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Two titles by Richard Russo: one new, one classic

By   /   January 12, 2014  /   Be the first to comment

Richard_Russo_Elsewhere_1Elsewhere:  A Memoir          

Some mothers have become famous for  their  obsessive connection to their sons; Sara Delano Roosevelt, for example, in her relationship to her adored Franklin.  But the bond that existed between NY Times best-selling author Richard  Russo and his mother extended a lifetime and beyond the physical severing of the umbilical cord at birth. In reality, the emotional and psychological attachment to her son was this single mother’s lifeline.
Unable to tolerate more than a few hours or few miles separation from him, she found her comfort level, and her very sanity, dependent on her proximity to him. So begins the story of the intricate and ongoing waltz between them, even after his marriage, with his mother following in her son’s footsteps wherever his career took him. Unaware of his mother’s crippling personality disorder, he supports her often irrational jolts through life, thus unwittingly becoming her enabler. “Elsewhere: A Memoir” is a fascinating story of a son’s devotion to his dysfunctional parent and her singularly abnormal dependence on him.

empirefallsEmpire Falls

Storytelling is an art, and Richard Russo is a masterful storyteller, particularly in his Pulitzer Prize-winning novel “Empire Falls.” Its locale is typical of other Russo novels, an old mill town, waters polluted by wealthy, exploitative factory owners who have drained the town and its inhabitants dry before moving on to greener pastures. It this case it is the Whiting family; and as in some of Russo’s other novels, the setting itself becomes a major character, as if personified and peopled by all the offbeat or eccentric individuals found in such a place. No one captures the essence is small town America better than Richard Russo.
The main character is Miles Robey, who, despite his mother Grace’s most fervent efforts and wishes, has never made it out of Empire Falls where he seems eternally stuck in this dead-end job of managing a local diner owned by, of course, a Whiting family member. Actually, the Whiting family has played a significant role throughout Miles’ entire life, some of which is a mystery it will take him a lifetime to figure out. There are secrets here, as well as passion, infidelity, loveless marriages, disappointment, dashed hopes, revenge and retribution — all played out in this predominantly blue collar backwater.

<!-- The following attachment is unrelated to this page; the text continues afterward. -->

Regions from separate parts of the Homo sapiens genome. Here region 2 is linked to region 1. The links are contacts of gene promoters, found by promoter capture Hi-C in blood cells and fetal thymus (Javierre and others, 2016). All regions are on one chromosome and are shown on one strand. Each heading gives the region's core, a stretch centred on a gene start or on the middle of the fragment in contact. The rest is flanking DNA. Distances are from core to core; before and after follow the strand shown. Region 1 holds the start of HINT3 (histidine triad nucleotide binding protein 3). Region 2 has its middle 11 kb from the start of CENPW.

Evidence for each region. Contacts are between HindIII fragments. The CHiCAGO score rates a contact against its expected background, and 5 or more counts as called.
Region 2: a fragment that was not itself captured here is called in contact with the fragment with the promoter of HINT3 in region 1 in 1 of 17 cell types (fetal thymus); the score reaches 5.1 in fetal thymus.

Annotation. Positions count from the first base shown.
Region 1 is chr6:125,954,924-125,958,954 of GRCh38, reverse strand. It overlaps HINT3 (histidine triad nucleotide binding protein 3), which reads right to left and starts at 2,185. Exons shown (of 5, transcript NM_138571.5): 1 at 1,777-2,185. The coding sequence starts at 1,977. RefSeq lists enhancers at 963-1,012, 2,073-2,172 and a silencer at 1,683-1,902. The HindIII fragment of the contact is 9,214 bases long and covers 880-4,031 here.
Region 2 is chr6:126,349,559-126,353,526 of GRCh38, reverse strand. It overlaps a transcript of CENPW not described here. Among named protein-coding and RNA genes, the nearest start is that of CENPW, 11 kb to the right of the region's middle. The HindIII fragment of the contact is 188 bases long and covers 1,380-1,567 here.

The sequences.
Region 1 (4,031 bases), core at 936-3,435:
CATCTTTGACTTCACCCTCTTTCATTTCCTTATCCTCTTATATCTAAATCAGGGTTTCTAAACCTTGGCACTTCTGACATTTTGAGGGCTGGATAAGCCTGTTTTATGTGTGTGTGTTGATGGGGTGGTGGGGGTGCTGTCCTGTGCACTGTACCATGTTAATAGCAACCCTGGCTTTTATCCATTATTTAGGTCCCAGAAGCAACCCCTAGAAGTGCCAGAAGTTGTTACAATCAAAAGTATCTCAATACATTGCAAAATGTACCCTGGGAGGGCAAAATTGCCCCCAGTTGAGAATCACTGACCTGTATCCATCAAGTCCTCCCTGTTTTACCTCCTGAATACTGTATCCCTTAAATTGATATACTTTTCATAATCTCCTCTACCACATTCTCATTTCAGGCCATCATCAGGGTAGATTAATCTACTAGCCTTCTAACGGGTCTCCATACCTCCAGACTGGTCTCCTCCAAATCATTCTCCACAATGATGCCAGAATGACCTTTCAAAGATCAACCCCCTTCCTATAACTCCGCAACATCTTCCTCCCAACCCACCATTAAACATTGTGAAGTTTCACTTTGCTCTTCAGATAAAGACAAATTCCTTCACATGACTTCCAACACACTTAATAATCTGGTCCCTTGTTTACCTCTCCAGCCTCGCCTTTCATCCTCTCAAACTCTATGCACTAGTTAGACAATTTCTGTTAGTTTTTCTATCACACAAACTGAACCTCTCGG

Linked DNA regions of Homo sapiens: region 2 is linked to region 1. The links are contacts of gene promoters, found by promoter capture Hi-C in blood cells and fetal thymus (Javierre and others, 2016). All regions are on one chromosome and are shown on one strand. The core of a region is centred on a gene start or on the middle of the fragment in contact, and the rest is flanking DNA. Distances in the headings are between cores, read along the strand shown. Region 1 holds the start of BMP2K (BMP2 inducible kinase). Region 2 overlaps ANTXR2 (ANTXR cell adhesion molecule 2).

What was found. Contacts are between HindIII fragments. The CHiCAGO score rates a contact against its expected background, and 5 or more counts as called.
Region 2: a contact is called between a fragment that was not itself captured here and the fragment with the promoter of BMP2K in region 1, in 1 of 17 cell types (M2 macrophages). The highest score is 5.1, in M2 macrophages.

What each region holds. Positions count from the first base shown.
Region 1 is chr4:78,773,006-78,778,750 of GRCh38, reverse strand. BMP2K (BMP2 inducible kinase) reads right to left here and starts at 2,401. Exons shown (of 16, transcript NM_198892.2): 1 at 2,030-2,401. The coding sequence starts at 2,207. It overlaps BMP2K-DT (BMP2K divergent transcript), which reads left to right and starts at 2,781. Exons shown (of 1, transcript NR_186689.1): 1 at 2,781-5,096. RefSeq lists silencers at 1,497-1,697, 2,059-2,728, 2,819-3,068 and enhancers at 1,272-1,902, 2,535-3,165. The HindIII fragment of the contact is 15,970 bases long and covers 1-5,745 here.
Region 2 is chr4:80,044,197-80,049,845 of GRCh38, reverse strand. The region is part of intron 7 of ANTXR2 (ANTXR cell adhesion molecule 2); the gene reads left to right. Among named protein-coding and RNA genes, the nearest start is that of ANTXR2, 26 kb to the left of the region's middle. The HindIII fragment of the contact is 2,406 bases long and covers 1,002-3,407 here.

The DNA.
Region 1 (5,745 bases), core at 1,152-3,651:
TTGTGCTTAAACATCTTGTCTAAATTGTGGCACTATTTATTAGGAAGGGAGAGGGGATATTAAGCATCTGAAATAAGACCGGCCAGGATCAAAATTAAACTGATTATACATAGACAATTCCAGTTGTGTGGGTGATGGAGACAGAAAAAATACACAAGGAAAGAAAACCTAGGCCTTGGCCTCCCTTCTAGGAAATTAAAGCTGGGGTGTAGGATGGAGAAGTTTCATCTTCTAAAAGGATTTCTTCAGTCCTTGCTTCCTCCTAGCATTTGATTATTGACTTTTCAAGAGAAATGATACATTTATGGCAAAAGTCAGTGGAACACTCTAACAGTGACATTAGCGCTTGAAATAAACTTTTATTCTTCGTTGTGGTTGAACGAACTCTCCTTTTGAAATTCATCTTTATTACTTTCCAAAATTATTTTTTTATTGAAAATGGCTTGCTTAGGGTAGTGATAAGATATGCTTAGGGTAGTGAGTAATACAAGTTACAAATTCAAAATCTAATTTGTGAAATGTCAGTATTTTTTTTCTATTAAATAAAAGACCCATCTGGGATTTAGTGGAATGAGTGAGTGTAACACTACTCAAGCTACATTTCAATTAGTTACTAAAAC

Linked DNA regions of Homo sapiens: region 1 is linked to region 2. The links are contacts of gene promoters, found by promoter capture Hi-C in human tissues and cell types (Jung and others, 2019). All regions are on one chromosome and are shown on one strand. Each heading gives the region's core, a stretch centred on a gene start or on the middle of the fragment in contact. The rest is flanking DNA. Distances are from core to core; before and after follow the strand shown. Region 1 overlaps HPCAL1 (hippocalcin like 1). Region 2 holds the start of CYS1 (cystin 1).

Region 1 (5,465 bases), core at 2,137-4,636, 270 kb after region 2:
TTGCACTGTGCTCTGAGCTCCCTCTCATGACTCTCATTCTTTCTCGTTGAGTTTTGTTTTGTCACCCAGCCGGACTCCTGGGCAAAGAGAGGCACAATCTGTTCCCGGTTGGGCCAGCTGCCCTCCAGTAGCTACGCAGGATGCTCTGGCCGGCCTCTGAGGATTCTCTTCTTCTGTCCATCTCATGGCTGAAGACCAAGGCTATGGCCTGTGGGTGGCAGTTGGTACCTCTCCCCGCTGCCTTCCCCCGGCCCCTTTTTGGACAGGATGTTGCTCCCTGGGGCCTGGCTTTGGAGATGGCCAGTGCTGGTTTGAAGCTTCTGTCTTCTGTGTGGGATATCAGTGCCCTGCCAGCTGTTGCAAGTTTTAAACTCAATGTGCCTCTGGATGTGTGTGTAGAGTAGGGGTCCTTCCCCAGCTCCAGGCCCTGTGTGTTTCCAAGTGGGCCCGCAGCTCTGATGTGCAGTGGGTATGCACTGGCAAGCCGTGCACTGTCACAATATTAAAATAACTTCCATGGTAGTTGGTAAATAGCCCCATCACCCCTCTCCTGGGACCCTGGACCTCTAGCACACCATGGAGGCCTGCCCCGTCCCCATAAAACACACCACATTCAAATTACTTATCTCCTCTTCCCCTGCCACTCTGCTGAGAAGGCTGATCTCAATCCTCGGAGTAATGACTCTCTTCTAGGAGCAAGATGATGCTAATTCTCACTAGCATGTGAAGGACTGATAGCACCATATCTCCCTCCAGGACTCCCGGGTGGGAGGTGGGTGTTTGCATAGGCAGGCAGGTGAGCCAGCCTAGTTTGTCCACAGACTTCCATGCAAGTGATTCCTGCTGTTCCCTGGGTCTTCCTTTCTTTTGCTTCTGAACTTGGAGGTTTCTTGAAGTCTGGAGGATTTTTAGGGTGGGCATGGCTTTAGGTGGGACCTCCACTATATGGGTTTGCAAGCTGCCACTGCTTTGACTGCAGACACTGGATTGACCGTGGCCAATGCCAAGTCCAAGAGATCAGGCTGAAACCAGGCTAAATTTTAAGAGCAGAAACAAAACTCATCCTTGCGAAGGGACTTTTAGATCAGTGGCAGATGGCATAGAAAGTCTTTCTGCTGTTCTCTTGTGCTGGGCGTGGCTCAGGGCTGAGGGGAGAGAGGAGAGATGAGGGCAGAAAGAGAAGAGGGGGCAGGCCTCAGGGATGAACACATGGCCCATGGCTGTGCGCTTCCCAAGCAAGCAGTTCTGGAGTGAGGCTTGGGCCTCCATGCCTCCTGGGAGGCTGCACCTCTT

In addition, there is plenty of clever irony as well as some laugh-out-loud funny scenes. In one, there is an elderly, senile parish priest who has absconded with the Sunday mass collection, along with Miles’ derelict, shiftless, and irresponsible dad with whom Miles has an uneasy relationship. The priest is seen hearing the confessions of drunken patrons at one end of a seedy bar in, of all places, Key West, where the pair has fled after stealing the rectory car. Russo weaves a very intriguing and entertaining novel with myriad characters whose lives intersect and overlap through multiple generations, culminating in a shockingly gruesome ending.
“Empire Falls” is the type of place the author knows only too well; unlike Miles Robey, Russo managed to go beyond its narrow and limiting perimeters. He deserved to — his talent as a write was his ticket out.

Donna DeLeo Bruno is a native Bristolian and a retired teacher of writing and literature. She now splits her time between Bristol and Ft. Lauderdale, Fla., where she gives book reviews at the local library as well as at book clubs and women’s clubs. Some of her most enjoyable and relaxing hours are spent reading a book beneath the shade of a tree at the foot of Walley Street with the sun sparkling its reflection on the water.

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  • Published: 3 months ago on January 12, 2014
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  • Last Modified: January 12, 2014 @ 9:29 pm
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